Do more to save coral fish, HK urged

PUBLISHED : Monday, 08 March, 2004, 12:00am
UPDATED : Monday, 08 March, 2004, 12:00am
 

The government is not doing enough to curb the sale of endangered species of coral fish to seafood restaurants, the World Wide Fund for Nature (WWF) says.


The group was responding to a report funded by the Asian Development Bank - 'While Stocks Last' - which warns that Hong Kong's annual import of 18,000 tonnes of live coral fish is putting species at risk of extinction and creating a 'boom and bust' effect in fishing communities in Indonesia and the Philippines.


Jose Padilla, a Manila-based marine biologist professor who wrote a separate report on the trade last year, said traders were allegedly providing divers in the Philippines with cyanide to catch the fish in order to meet quotas from Hong Kong more quickly.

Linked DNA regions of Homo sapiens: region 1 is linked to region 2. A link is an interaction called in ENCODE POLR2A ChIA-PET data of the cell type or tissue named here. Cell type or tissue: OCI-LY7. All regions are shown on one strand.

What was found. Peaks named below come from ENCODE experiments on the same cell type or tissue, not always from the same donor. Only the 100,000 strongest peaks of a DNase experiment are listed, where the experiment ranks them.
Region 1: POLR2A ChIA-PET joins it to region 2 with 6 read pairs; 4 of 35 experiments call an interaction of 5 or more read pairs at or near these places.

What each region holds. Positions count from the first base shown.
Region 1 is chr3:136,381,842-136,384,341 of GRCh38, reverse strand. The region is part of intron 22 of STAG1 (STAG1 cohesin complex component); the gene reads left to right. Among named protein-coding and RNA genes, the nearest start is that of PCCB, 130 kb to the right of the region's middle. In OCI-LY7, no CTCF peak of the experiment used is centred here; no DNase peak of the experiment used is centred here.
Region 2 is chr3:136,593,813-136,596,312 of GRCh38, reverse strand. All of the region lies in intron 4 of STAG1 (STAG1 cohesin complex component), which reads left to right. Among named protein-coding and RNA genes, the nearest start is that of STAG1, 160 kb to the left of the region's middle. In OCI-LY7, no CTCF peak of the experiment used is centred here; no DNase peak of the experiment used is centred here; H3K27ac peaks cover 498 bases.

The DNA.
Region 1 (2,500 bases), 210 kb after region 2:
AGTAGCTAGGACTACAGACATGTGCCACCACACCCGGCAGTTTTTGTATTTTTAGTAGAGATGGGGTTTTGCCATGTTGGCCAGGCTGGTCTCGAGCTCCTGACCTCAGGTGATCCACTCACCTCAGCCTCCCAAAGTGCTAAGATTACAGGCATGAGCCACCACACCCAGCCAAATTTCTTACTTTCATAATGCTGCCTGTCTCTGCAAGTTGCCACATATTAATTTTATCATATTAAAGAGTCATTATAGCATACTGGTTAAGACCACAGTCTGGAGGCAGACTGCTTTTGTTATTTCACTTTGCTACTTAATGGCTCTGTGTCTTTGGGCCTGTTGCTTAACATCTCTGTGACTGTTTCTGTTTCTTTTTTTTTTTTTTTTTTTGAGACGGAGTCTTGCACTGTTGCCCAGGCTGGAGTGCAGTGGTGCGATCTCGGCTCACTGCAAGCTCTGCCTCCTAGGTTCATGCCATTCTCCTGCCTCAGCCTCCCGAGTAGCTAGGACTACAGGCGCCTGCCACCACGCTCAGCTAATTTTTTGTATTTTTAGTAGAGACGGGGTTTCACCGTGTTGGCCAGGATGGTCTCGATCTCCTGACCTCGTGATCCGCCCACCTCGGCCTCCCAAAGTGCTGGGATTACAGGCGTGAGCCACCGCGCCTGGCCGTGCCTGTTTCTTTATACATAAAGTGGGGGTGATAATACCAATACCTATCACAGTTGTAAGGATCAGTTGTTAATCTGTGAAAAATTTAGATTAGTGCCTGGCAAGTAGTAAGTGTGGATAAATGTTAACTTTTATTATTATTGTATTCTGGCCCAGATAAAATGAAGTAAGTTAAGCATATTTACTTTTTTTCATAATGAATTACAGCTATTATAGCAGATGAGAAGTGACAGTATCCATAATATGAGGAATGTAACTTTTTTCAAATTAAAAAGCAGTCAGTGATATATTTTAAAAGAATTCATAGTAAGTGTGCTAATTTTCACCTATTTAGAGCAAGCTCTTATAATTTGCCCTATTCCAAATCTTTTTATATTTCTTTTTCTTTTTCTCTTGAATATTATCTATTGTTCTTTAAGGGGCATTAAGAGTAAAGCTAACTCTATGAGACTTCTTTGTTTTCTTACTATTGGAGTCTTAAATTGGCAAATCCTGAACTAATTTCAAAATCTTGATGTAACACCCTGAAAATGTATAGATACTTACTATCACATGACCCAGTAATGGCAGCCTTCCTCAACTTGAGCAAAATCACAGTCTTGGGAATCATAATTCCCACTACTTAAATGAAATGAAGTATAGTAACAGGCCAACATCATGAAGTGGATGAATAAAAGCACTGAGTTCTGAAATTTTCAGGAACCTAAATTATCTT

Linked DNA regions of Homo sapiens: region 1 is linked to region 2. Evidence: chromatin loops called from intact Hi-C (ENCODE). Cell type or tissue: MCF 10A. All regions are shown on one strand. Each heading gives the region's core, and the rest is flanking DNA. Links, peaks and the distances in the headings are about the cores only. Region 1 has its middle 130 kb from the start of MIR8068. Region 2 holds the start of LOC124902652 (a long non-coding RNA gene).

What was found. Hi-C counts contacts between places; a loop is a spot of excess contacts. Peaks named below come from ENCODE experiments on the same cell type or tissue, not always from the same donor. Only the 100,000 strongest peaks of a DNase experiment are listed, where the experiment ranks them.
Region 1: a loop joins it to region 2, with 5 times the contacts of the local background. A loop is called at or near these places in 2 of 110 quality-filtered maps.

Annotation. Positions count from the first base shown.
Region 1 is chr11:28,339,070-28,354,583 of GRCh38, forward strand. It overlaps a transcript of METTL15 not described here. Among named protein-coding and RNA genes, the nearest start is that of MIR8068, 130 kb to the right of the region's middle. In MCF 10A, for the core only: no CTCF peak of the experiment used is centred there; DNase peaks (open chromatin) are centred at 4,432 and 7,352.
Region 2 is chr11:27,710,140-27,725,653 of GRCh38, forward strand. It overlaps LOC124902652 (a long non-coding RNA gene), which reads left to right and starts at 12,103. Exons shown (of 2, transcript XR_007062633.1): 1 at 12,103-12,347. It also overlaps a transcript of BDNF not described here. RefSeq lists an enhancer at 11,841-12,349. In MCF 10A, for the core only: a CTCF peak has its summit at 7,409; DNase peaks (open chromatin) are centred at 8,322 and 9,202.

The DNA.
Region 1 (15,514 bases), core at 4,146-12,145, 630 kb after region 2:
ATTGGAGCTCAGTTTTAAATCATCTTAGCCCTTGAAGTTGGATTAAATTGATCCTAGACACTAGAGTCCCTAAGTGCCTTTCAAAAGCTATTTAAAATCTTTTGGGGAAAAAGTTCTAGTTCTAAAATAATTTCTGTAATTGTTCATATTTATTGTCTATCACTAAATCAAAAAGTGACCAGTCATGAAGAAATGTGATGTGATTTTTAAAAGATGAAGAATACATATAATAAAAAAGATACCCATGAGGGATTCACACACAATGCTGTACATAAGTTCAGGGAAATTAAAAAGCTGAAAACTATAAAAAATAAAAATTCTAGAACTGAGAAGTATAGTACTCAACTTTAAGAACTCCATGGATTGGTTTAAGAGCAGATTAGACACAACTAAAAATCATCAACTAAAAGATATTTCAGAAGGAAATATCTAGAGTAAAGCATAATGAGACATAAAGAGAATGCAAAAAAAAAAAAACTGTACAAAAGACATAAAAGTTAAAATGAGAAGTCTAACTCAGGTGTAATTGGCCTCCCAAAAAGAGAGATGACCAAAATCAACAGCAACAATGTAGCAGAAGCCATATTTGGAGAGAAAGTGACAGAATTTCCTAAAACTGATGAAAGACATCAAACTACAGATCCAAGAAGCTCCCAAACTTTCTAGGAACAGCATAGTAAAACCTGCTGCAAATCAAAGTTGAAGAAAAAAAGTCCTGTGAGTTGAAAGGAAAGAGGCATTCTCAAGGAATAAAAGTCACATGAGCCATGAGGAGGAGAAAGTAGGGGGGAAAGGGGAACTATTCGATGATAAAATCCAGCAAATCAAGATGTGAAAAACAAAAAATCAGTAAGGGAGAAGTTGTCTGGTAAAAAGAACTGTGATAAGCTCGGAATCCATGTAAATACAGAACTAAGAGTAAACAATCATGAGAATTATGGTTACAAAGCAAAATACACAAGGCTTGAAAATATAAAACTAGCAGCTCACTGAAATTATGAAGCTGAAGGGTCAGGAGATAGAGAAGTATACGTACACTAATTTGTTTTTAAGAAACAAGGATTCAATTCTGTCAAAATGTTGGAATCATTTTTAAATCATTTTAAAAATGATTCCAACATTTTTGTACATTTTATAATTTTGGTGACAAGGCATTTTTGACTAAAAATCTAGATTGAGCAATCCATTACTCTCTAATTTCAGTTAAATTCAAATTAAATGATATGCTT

The use of cyanide - squirted at fish to stun them and make them easier to catch - is believed to be responsible for large-scale destruction of coral reefs.


Clarus Chu, WWF Hong Kong assistant conservation officer, said Hong Kong imported 60 per cent of the worldwide trade in live reef fish and it needed to take more responsibility for the effects of the trade.'As the major consumer country and Asia's world city, Hong Kong should also share the responsibility in conserving these vulnerable species,' Mr Chu said.


He said a voluntary code for the declaration of imported vulnerable species had operated in Hong Kong since 1999 but it was not effective enough.


The Agriculture, Fisheries and Conservation Department said it had studied the report and said: 'Many recommendations mentioned in the report are being pursued.'


It made no reference to suggestions that importers be made to declare shipments of threatened species arriving in Hong Kong. 'Since the majority of coral reef fish consumed or traded in Hong Kong are harvested from tropical coral reef areas outside Hong Kong's jurisdiction, we believe that the best strategy to deal with such extra-territorial issues is through international co-operation and education,' it said.


University of Hong Kong marine biologist Yvonne Sadovy, co-author of 'While Stocks Last', said the government's education efforts had not gone far enough.


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